Syria's army pounded the rebel city of Homs as Turkey sought international action to protect civilians from former ally President Bashar al-Assad, a move that risks the wrath of Russia and China.
Scores were killed in Homs on Wednesday, according to the opposition, drawing comparison with the plight of the city of Benghazi which triggered Western attacks on Libya last year and accelerating a global diplomatic showdown whose outcome is far from clear.
I've seen whole families killed this week, an activist called Ahmed told Reuters from Homs, the scene of one of the bloodiest government onslaughts in the 11-month-old revolt against Assad. Now I feel like I'm just waiting to be the next to die, added the accountant aged 28.
Turkish Foreign Minister Ahmet Davutoglu told Reuters before flying to Washington for talks on Syria that Turkey, which once saw Assad as a valuable ally but now wants him out, could no longer stand and watch and wanted to host an international meeting to agree ways to end the killing and provide aid.
It is not enough being an observer, he said. It is time now to send a strong message to the Syrian people that we are with them, he added, while refusing to be drawn on what kind of action Turkey or its allies would be prepared to consider.
Syrian army tanks and artillery pounded areas of Homs where revolt had flourished, demolishing buildings where people were living, short of water, food and medical supplies and pinned down by sharpshooters on rooftops.
Syrian state media blamed foreign-backed terrorists for killing 30 security personnel on Tuesday and causing an explosion that set a refinery ablaze.
Syria's position at the heart of the Middle East, allied to Iran and home to a powder-keg religious and ethnic mix, means Assad's opponents have strenuously ruled out the kind of military action they took against Libyan leader Muammar Gaddafi.
Russia and China, which let the United Nations support the air campaign in Libya, provoked strong condemnation from the United States, European powers and Arab governments when they vetoed a much less interventionist resolution in the Security Council last week that called on Assad to step down.
Moscow sees Assad as a buyer of arms and host to a Soviet-era naval base. For both Russia and China, Syria is also a test case for efforts to resist U.N. encroachment on sovereign governments' freedom to deal with rebels as they see fit.
Campaigning for next month's presidential election that he is certain to win, Prime Minister Vladimir Putin, who first won the presidency after storming the rebel Russian city of Grozny, said: A cult of violence has been coming to the fore in international affairs ... This cannot fail to cause concern.
We of course condemn all violence regardless of its source, but one cannot act like an elephant in a china shop.
Help them, advise them, limit, for instance, their ability to use weapons but not interfere under any circumstances.
It is unclear what Turkey, a NATO member and rising Muslim, democratic force in the Middle East, could do to bring Moscow into any international initiative alongside those regional and world powers which have sided with the rebels against Assad.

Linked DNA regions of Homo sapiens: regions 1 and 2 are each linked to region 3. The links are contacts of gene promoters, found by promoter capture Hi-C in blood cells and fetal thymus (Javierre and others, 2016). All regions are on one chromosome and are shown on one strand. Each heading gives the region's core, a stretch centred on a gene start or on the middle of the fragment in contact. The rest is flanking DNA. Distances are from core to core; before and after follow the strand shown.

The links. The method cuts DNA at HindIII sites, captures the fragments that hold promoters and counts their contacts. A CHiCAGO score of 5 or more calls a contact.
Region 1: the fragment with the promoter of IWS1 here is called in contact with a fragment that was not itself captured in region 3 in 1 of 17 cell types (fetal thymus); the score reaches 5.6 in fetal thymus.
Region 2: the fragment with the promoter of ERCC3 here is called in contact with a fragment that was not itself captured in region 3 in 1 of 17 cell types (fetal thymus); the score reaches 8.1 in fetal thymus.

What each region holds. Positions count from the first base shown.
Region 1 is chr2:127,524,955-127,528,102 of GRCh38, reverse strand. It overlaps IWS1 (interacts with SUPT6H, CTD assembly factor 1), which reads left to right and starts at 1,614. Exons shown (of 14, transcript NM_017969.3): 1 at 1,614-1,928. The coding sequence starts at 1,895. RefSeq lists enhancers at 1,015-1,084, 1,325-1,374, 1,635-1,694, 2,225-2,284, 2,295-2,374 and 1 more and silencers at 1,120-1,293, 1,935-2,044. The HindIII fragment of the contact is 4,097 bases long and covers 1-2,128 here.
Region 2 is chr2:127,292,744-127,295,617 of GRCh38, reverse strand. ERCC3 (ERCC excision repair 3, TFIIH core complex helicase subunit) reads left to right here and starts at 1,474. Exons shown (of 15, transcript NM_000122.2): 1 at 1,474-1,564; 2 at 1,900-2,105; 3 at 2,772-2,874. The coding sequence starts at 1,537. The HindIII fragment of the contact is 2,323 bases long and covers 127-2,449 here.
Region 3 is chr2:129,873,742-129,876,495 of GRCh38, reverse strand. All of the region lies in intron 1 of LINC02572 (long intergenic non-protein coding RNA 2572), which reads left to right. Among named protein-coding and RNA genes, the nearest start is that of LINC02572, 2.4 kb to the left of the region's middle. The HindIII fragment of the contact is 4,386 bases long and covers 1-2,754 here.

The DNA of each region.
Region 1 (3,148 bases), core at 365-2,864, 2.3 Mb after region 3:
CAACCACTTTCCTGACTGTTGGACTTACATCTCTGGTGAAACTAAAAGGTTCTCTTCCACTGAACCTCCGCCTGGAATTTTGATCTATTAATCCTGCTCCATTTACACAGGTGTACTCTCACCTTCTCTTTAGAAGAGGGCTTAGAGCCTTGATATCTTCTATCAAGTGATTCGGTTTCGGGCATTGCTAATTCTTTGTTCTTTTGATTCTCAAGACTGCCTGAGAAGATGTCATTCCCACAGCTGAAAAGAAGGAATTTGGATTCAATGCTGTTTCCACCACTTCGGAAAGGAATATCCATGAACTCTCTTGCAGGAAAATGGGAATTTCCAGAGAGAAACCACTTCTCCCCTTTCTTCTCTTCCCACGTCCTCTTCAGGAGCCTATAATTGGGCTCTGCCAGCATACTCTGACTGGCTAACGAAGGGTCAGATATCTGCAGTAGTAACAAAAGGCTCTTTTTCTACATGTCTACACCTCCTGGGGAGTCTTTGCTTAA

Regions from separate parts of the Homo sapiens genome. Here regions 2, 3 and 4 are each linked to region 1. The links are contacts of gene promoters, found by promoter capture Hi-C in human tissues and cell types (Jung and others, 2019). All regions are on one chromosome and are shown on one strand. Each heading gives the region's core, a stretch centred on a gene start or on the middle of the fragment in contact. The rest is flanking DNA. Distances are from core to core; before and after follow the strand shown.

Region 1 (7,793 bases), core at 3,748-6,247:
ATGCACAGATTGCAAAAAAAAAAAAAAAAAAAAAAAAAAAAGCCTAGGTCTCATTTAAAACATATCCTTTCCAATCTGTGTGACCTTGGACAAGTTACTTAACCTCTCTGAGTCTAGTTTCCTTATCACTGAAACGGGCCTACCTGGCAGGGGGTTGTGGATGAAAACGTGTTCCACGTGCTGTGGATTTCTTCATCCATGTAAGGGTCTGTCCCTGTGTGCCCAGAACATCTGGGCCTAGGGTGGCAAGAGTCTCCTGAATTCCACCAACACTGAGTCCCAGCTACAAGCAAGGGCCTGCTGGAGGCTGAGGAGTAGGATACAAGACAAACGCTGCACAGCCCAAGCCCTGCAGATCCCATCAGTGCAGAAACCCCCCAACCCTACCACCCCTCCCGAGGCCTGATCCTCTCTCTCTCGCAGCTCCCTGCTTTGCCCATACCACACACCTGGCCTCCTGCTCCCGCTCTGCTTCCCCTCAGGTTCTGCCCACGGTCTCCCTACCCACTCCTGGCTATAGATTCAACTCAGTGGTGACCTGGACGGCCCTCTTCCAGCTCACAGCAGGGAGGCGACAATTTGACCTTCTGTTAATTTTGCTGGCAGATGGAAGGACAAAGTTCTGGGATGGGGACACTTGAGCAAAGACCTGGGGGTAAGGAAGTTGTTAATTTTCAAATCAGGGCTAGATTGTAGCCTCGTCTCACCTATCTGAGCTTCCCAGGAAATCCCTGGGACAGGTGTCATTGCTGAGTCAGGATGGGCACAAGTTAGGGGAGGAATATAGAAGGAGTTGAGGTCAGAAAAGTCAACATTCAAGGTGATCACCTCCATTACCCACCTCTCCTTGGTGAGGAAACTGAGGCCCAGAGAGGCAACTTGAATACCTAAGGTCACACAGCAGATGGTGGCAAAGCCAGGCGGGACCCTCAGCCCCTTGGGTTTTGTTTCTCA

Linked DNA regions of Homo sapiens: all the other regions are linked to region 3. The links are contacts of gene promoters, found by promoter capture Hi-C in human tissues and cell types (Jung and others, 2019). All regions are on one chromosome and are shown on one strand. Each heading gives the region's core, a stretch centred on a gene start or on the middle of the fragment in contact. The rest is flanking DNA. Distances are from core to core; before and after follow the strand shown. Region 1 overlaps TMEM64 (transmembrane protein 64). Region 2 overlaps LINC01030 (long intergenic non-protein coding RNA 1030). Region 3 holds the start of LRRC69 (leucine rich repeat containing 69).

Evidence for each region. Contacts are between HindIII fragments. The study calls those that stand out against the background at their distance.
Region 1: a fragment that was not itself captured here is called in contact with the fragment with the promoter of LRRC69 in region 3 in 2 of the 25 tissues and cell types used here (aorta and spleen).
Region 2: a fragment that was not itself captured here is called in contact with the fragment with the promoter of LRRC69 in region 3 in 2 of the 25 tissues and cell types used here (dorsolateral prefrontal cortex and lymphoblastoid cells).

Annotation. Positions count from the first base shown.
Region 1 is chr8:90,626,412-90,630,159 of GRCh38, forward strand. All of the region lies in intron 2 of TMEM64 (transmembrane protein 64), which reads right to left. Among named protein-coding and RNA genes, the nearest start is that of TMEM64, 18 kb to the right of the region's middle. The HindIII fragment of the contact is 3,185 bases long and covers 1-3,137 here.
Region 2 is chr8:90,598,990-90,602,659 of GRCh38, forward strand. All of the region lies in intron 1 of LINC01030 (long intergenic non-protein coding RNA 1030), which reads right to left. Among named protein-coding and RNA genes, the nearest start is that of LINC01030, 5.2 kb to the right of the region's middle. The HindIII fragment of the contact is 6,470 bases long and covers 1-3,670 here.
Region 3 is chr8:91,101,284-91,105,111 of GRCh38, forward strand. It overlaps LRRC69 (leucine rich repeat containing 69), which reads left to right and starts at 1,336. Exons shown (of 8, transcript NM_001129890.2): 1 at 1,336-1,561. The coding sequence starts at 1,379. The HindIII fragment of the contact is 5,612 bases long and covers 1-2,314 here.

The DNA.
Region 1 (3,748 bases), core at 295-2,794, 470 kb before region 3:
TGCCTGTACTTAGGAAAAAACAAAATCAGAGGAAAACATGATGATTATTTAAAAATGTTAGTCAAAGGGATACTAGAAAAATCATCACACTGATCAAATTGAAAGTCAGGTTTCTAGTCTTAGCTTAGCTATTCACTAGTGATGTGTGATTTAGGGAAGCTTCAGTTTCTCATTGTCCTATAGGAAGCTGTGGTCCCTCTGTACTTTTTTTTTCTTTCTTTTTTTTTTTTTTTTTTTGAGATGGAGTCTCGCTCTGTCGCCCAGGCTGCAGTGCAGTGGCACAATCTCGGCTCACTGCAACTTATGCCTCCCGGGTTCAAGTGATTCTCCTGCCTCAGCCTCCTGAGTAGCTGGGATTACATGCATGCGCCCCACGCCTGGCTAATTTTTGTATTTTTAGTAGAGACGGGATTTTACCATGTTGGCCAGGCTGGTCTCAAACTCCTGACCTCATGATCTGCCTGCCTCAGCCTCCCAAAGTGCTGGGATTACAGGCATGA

Turkish Prime Minister Tayyip Erdogan, who had described the Russian and Chinese veto at the U.N. as a fiasco, telephoned outgoing Russian President Dmitry Medvedev on Wednesday.
The Kremlin said Medvedev told Erdogan that the search for a solution should continue, including in the Security Council, but that foreign interference was not an option.
Medvedev also spoke with French President Nicolas Sarkozy asking him and other Western countries to avoid hasty, unilateral moves towards Syria, the Kremlin said.
Officials in Washington said they hoped to meet soon with international partners to consider how to halt Syria's violence and provide humanitarian aid.
As the diplomatic gears turned, the military offensive in Homs and elsewhere showed no sign of let up. Activists in the city also accused militiamen of slaughtering three families in their homes - the sort of incident that is fuelling fears of a descent into more widespread, Iraq-style sectarian killing.
The day's death toll stood at over 100, activists said, a figure that could not be independently verified.
PEOPLE UNDER RUBBLE
Speaking by satellite phone from the beleaguered Bab Amro neighbourhood, activist Hussein Nader said the bombardment had lessened on the district by dusk but tanks had moved closer to the besieged district, where 30,000 inhabitants have been without water, electric or telephone lines days.
Dozens of people are under the rubble with no way to get to them because they are firing at anyone who moves in the street, he said.
Asked about resistance in the district, Nader said the Free Syrian Army was outgunned and that fighters were laying low, awaiting an impending tank infantry onslaught on the district.
A senior EU diplomat said European Union governments had reached an agreement in principle to impose sanctions on the Syrian central bank this month as part of new measures intended to force Assad out.
In Cairo, a representative of a Gulf Arab state to the Arab League told Reuters that military intervention, such as that backed by Qatar and other Arab states in Libya, should be an option.
There are many alternatives and among them is sending peacekeeping troops whether Arab or international ... We should think about a clear mechanism to restrain the Syrian army, the Arab diplomat said. The Syrians have taken the Russian and Chinese veto as a licence to kill.
(Additional reporting by Simon Cameron-Moore and Tulay Karadeniz in Ankara, Steve Gutterman in Moscow, Erika Solomon in Beirut, John Irish in Paris, Yasmine Saleh and Ayman Samir in Cairo and Alister Bull, Matt Spetalnick and Andrew Quinn; in Washington; Writing by Alastair Macdonald; Editing by Andrew Heavens)